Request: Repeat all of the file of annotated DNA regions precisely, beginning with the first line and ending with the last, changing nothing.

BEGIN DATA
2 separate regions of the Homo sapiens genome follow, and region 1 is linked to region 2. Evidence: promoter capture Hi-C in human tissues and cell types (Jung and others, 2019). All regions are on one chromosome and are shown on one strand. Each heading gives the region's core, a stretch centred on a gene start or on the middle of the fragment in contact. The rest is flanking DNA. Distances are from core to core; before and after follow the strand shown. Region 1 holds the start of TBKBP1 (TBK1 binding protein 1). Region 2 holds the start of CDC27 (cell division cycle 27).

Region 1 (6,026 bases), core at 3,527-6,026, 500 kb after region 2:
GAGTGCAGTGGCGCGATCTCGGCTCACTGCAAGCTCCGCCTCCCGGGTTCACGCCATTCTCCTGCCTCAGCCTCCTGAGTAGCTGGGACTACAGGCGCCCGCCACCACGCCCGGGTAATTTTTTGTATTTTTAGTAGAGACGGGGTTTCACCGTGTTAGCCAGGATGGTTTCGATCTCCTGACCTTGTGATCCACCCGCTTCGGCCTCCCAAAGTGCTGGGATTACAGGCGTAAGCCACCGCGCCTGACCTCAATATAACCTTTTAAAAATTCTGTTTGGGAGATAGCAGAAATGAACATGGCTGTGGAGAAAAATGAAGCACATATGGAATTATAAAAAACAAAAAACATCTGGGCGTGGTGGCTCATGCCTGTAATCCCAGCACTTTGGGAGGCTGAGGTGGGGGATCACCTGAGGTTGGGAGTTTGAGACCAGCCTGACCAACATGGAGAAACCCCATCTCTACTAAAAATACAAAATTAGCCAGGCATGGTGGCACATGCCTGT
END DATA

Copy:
2 separate regions of the Homo sapiens genome follow, and region 1 is linked to region 2. Evidence: promoter capture Hi-C in human tissues and cell types (Jung and others, 2019). All regions are on one chromosome and are shown on one strand. Each heading gives the region's core, a stretch centred on a gene start or on the middle of the fragment in contact. The rest is flanking DNA. Distances are from core to core; before and after follow the strand shown. Region 1 holds the start of TBKBP1 (TBK1 binding protein 1). Region 2 holds the start of CDC27 (cell division cycle 27).

Region 1 (6,026 bases), core at 3,527-6,026, 500 kb after region 2:
GAGTGCAGTGGCGCGATCTCGGCTCACTGCAAGCTCCGCCTCCCGGGTTCACGCCATTCTCCTGCCTCAGCCTCCTGAGTAGCTGGGACTACAGGCGCCCGCCACCACGCCCGGGTAATTTTTTGTATTTTTAGTAGAGACGGGGTTTCACCGTGTTAGCCAGGATGGTTTCGATCTCCTGACCTTGTGATCCACCCGCTTCGGCCTCCCAAAGTGCTGGGATTACAGGCGTAAGCCACCGCGCCTGACCTCAATATAACCTTTTAAAAATTCTGTTTGGGAGATAGCAGAAATGAACATGGCTGTGGAGAAAAATGAAGCACATATGGAATTATAAAAAACAAAAAACATCTGGGCGTGGTGGCTCATGCCTGTAATCCCAGCACTTTGGGAGGCTGAGGTGGGGGATCACCTGAGGTTGGGAGTTTGAGACCAGCCTGACCAACATGGAGAAACCCCATCTCTACTAAAAATACAAAATTAGCCAGGCATGGTGGCACATGCCTGT